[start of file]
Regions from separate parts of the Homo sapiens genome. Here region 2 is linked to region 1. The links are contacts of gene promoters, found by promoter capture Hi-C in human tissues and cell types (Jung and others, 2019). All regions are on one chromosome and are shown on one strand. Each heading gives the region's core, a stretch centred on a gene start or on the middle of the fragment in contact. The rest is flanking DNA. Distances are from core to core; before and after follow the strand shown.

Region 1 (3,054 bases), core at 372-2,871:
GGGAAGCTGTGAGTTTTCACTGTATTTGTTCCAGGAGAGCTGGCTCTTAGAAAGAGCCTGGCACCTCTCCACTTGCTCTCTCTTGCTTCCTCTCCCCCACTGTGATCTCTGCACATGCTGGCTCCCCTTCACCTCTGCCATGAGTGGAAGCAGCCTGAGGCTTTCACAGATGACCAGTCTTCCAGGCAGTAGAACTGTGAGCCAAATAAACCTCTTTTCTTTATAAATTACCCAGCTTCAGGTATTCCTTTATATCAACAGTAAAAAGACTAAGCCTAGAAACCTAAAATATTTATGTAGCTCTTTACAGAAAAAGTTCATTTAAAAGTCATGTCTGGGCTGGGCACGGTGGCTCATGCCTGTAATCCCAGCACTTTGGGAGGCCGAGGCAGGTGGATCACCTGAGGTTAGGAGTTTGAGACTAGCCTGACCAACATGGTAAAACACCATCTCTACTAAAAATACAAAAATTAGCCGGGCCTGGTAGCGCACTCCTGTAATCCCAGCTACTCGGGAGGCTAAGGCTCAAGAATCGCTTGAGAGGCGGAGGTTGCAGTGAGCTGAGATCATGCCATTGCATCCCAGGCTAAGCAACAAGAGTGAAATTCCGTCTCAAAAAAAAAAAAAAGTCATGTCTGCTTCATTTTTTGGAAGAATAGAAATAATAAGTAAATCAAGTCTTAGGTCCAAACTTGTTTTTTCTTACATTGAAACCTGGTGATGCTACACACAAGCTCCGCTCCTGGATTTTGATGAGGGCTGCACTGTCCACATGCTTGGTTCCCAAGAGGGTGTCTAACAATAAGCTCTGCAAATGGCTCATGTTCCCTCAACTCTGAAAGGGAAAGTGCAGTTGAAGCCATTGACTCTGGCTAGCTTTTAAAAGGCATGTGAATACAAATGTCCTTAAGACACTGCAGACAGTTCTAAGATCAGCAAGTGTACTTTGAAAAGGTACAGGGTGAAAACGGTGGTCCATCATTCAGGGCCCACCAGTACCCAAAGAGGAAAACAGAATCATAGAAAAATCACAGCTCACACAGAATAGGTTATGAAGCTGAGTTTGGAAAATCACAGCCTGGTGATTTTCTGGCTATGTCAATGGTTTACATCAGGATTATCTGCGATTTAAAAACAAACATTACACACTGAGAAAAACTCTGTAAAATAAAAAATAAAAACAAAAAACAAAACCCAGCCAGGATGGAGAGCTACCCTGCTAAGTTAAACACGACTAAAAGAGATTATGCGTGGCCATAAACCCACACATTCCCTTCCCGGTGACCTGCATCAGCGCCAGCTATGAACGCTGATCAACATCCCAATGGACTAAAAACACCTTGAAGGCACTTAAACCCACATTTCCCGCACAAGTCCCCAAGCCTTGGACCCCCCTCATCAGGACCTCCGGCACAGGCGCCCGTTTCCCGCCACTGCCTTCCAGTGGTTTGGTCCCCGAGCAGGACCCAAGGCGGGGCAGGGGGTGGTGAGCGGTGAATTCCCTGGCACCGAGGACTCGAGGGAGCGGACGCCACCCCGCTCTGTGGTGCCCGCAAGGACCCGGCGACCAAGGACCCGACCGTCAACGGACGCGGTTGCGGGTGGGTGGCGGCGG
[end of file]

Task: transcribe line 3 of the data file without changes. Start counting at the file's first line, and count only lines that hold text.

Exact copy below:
GGGAAGCTGTGAGTTTTCACTGTATTTGTTCCAGGAGAGCTGGCTCTTAGAAAGAGCCTGGCACCTCTCCACTTGCTCTCTCTTGCTTCCTCTCCCCCACTGTGATCTCTGCACATGCTGGCTCCCCTTCACCTCTGCCATGAGTGGAAGCAGCCTGAGGCTTTCACAGATGACCAGTCTTCCAGGCAGTAGAACTGTGAGCCAAATAAACCTCTTTTCTTTATAAATTACCCAGCTTCAGGTATTCCTTTATATCAACAGTAAAAAGACTAAGCCTAGAAACCTAAAATATTTATGTAGCTCTTTACAGAAAAAGTTCATTTAAAAGTCATGTCTGGGCTGGGCACGGTGGCTCATGCCTGTAATCCCAGCACTTTGGGAGGCCGAGGCAGGTGGATCACCTGAGGTTAGGAGTTTGAGACTAGCCTGACCAACATGGTAAAACACCATCTCTACTAAAAATACAAAAATTAGCCGGGCCTGGTAGCGCACTCCTGTAATCCCAGCTACTCGGGAGGCTAAGGCTCAAGAATCGCTTGAGAGGCGGAGGTTGCAGTGAGCTGAGATCATGCCATTGCATCCCAGGCTAAGCAACAAGAGTGAAATTCCGTCTCAAAAAAAAAAAAAAGTCATGTCTGCTTCATTTTTTGGAAGAATAGAAATAATAAGTAAATCAAGTCTTAGGTCCAAACTTGTTTTTTCTTACATTGAAACCTGGTGATGCTACACACAAGCTCCGCTCCTGGATTTTGATGAGGGCTGCACTGTCCACATGCTTGGTTCCCAAGAGGGTGTCTAACAATAAGCTCTGCAAATGGCTCATGTTCCCTCAACTCTGAAAGGGAAAGTGCAGTTGAAGCCATTGACTCTGGCTAGCTTTTAAAAGGCATGTGAATACAAATGTCCTTAAGACACTGCAGACAGTTCTAAGATCAGCAAGTGTACTTTGAAAAGGTACAGGGTGAAAACGGTGGTCCATCATTCAGGGCCCACCAGTACCCAAAGAGGAAAACAGAATCATAGAAAAATCACAGCTCACACAGAATAGGTTATGAAGCTGAGTTTGGAAAATCACAGCCTGGTGATTTTCTGGCTATGTCAATGGTTTACATCAGGATTATCTGCGATTTAAAAACAAACATTACACACTGAGAAAAACTCTGTAAAATAAAAAATAAAAACAAAAAACAAAACCCAGCCAGGATGGAGAGCTACCCTGCTAAGTTAAACACGACTAAAAGAGATTATGCGTGGCCATAAACCCACACATTCCCTTCCCGGTGACCTGCATCAGCGCCAGCTATGAACGCTGATCAACATCCCAATGGACTAAAAACACCTTGAAGGCACTTAAACCCACATTTCCCGCACAAGTCCCCAAGCCTTGGACCCCCCTCATCAGGACCTCCGGCACAGGCGCCCGTTTCCCGCCACTGCCTTCCAGTGGTTTGGTCCCCGAGCAGGACCCAAGGCGGGGCAGGGGGTGGTGAGCGGTGAATTCCCTGGCACCGAGGACTCGAGGGAGCGGACGCCACCCCGCTCTGTGGTGCCCGCAAGGACCCGGCGACCAAGGACCCGACCGTCAACGGACGCGGTTGCGGGTGGGTGGCGGCGG